Saturday, August 31, 2013

Things Learned

Having come across this post by Raewyn while lazing about reading other people's posts when I was supposed to be writing my own, I thought I'd join in on this "things learned in August" link-up, because I have learned a lot of things in August, both important and very non-important.  I am also supremely glad that it will be over tomorrow, so I'm celebrating.  Visit the original post here.

1. I was not meant to join the Daughters of Mary.  I was following my own will in pursuing it, not God's.

2.  You actually have to work to be holy, and you don't get to just choose to not be.  And you can't do anything by yourself but need God's grace if you're going to have any strength at all.  It's like expecting to have energy without ever eating.

3.  Speaking of eating, I also learned that pesto paninis are the best Friday dinner ever. All you do is put provolone, pesto, red onions, tomatoes, avocado, and red or orange bell peppers in a roll and stick it in a buttered pan or panini press until it's browned and melty and beautiful.  Then you eat it.  And it's delicious.

4.  I am super-duper unbelievably lucky to know two people who love literature at least as much as I do, and I am even more blessed to be being paid by one of them to listen to some absolutely lovely literature lectures and write about them.  It's temporary, but it's my first job and a dream job - one I never dreamed of, but a dream job nevertheless.  The other person is subjected to small bursts of email-ranting on Dickinson, Tolkien, Dickens, and the like, and far from objecting, responds in kind.

5.  Speaking of literature, I learned through the aforementioned lectures that Emily Dickinson is basically queen of the poetical universe.  She is definitely my favorite poet now.

6.  Sleeping in is way overrated.  Enough said.

7.  Bringing up authors again, one biggish thing I've learned in August is that spiritual reading is actually...not painful.  I've read a ton of religious books (partly because the only way I can make myself behave remotely well is to constantly remind myself by reading), and the most eye-opening spiritual book I've read this month was definitely The Life of Saint Teresa of Avila -- her autobiography. (Note: I have not read the version in the link and don't know if it's altered or a weird translation or anything, so don't blame me if it is.)  That book is just -- stunning.

8.  I am not cut out for being a stay-at-home daughter.  I have always been an independent person and I always told my mom I'd move out as soon as I turned eighteen.  That's not exactly happening, but I'm still joining a convent as soon as I find one, so hopefully I will still move out when I'm eighteen.  I never had any desire to be a stay-at-home daughter, and having finished school and being "almost grown-up" has just intensified that opinion.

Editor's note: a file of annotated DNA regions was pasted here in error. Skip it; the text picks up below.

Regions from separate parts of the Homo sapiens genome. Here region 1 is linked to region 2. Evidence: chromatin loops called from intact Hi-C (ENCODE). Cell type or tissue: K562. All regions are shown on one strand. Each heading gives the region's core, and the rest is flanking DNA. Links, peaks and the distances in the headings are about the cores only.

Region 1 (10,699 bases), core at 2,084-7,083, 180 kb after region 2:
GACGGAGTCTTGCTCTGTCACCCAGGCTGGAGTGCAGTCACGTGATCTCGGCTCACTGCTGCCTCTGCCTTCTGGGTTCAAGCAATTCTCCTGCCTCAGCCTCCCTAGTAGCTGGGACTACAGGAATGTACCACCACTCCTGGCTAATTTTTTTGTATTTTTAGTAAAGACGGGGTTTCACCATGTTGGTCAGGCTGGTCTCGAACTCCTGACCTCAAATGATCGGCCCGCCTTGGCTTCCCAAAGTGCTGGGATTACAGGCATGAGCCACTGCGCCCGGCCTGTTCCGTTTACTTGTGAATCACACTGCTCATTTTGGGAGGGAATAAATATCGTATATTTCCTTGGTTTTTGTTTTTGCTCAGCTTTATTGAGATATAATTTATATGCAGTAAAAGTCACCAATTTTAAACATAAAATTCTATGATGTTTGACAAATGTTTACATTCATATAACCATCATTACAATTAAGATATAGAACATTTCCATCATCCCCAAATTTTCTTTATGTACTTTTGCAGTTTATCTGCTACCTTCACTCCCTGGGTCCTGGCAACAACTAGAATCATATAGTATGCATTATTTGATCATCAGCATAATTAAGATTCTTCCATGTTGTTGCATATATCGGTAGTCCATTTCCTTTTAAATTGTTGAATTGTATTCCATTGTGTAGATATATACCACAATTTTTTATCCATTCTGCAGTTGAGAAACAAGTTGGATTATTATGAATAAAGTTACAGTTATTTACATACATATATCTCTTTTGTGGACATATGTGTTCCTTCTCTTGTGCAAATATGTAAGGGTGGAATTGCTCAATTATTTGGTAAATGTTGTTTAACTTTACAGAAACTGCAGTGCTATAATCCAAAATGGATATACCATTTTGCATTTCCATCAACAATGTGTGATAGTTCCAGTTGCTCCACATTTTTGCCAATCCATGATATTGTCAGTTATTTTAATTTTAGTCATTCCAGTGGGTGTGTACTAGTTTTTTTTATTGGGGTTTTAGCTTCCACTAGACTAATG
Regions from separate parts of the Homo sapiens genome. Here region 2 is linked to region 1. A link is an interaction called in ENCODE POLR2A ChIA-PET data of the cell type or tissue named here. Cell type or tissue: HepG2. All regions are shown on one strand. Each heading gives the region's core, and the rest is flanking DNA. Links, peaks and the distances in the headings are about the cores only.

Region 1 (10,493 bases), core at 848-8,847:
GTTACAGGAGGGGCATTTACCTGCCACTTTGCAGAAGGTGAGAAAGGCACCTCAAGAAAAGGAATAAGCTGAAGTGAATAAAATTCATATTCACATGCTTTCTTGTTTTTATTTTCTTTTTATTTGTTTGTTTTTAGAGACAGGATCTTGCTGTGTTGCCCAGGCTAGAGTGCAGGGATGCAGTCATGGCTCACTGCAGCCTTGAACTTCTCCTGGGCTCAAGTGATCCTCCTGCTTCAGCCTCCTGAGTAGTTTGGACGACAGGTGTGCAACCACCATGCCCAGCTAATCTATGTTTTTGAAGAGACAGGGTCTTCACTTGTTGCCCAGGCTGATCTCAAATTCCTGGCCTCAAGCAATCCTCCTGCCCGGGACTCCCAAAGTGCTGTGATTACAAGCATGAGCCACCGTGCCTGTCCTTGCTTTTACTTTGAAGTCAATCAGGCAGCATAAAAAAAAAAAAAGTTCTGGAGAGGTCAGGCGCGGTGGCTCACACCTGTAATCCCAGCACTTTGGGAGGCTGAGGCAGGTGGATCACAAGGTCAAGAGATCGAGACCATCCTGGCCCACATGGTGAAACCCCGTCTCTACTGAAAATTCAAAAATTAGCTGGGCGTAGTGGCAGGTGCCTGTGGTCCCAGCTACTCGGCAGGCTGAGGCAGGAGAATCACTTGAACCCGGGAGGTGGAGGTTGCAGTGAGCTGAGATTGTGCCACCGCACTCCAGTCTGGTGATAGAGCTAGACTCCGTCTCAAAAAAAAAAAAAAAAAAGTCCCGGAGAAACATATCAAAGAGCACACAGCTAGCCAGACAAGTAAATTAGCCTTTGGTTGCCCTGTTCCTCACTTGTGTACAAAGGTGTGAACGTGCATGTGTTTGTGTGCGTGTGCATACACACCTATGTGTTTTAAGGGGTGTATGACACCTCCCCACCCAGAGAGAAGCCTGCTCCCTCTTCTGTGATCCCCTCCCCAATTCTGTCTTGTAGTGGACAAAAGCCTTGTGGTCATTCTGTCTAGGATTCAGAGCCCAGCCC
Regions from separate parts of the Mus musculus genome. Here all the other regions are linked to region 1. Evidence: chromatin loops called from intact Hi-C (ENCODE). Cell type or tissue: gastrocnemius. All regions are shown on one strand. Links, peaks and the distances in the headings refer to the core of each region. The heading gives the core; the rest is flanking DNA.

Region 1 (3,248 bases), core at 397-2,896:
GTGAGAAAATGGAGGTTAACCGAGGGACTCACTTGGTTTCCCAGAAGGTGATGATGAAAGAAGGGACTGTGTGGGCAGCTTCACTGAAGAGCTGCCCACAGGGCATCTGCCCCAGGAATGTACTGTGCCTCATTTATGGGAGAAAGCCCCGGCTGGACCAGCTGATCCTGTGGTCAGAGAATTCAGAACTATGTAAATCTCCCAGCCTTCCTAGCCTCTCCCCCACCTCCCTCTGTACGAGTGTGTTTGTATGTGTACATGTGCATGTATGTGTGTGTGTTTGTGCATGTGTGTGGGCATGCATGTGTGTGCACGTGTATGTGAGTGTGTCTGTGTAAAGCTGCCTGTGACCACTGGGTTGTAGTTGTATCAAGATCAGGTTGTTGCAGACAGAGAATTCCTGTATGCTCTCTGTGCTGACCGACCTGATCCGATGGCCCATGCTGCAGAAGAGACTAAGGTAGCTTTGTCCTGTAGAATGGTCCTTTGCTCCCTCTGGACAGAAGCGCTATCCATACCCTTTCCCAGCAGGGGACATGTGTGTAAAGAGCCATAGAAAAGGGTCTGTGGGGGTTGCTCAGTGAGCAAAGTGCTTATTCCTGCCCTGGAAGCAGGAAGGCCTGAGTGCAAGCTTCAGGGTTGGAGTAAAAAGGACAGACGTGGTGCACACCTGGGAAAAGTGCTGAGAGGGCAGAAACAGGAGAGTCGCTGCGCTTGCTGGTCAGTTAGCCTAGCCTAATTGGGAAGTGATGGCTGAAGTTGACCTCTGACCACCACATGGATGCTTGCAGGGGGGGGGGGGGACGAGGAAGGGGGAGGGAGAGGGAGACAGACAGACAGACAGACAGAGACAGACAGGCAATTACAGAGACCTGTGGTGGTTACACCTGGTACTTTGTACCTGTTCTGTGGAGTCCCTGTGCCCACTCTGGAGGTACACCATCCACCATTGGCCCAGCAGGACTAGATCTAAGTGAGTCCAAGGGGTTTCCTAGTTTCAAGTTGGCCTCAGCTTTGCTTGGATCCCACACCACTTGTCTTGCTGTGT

9.  I love English country dancing/square dancing.  I knew this already, but an impromptu, music-less lesson in the park by one of the girls from church a few weeks ago reminded me.   I don't know what it is about it, but it's so much fun.

10.  I am an autumn girl, and there's nothing I can do about it.  I was born in October, but I always insisted that I liked summer best.  And while I do like summer, it's always tainted by air conditioning and boredom and (up till now) the stress of overdue schoolwork.  The *idea* of summer is still my favorite, but in the real world, fall is best - the part that still above 45 degrees, that is.  I am looking forward to the cooler weather.

Monday, August 26, 2013

My God and My All

As I generally do when I can't sleep, last night I was thinking about things, and somehow I started thinking about the phrase "my God and my All."  As you probably know, this is an ejaculation which one can say throughout the day and also which one should offer to God at the Elevation of the Host during the Mass.  I say it each time I go to Mass, but I never really think about what it means.  "My God and my All."  It may sound a bit exaggerated to some, but if one is truly living as one ought, God truly is his or her all - everything, the only thing, all things in One.  He created everything, He sustains everything, without Him there is nothing.  And he possesses, in a sense, every relationship to us as well.  I made a list.  And I made it into a graphic, because that's just a thing I do.

Made with this, use it if you like.  No credit necessary, it took like five minutes.
Aren't we lucky? No matter how lonely we are in a worldly sense, we have everyone we could possibly need in God.  (And Mary.  And that's not even mentioning the saints and angels....) 

God is also our All in the sense that He is all that matters - everything else can and must, if we want to be holy, be sacrificed to Him, even if it's our life.  We're not really losing anything because God is our Everything, so all we're losing is Nothing.  When one reads the great mystical saints like Teresa of Avila (highly recommended), one sees that a soul closely united to God doesn't really care even about whether its body is dead or alive, because the life of the body matters little compared to the life of the soul, and often even hinders it.  (Since people like to misinterpret everything, let me just say that this is by no means an excuse for suicide, which is a mortal sin and so kills the soul as well as the body.  Obviously.  And we still have an obligation to care for our bodies, no matter how burdensome it is - and since most of us enjoy caring for our bodies much more than caring for our souls anyway, that shouldn't be a problem.)